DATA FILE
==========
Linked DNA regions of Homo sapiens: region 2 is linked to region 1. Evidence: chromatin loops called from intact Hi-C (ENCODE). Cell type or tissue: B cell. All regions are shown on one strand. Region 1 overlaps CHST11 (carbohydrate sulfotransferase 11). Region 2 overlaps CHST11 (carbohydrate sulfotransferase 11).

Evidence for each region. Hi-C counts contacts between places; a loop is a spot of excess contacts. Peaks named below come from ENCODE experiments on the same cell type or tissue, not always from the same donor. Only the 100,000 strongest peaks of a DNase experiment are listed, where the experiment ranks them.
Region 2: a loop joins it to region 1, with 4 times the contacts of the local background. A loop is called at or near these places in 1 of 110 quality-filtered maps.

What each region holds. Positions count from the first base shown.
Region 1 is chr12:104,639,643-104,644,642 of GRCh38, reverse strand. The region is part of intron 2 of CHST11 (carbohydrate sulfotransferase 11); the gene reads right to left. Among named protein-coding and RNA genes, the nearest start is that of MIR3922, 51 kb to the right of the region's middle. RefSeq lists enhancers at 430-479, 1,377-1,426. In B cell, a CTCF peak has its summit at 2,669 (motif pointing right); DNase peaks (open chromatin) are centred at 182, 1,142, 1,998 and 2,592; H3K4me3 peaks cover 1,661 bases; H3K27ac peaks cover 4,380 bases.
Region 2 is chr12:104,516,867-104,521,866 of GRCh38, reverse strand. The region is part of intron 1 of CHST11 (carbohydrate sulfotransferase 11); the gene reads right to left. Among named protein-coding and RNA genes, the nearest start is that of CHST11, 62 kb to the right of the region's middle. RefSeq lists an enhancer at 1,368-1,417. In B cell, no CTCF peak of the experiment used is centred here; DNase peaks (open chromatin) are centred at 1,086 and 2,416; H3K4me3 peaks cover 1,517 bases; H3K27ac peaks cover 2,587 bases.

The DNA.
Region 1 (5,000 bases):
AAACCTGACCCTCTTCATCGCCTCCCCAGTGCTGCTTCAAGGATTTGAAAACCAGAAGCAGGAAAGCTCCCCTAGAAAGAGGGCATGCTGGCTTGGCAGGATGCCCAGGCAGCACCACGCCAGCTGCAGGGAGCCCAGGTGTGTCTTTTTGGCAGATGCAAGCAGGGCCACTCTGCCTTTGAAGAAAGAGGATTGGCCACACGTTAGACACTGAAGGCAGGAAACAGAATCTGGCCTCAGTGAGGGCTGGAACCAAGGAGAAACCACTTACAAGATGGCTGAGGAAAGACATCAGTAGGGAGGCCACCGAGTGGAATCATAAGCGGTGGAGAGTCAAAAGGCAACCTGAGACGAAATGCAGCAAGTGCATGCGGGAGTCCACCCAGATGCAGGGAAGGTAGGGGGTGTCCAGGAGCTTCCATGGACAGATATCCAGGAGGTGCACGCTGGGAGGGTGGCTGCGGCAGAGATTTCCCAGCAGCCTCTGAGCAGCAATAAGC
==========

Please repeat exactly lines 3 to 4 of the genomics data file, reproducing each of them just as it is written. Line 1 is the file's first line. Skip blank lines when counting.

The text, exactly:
Region 2: a loop joins it to region 1, with 4 times the contacts of the local background. A loop is called at or near these places in 1 of 110 quality-filtered maps.

What each region holds. Positions count from the first base shown.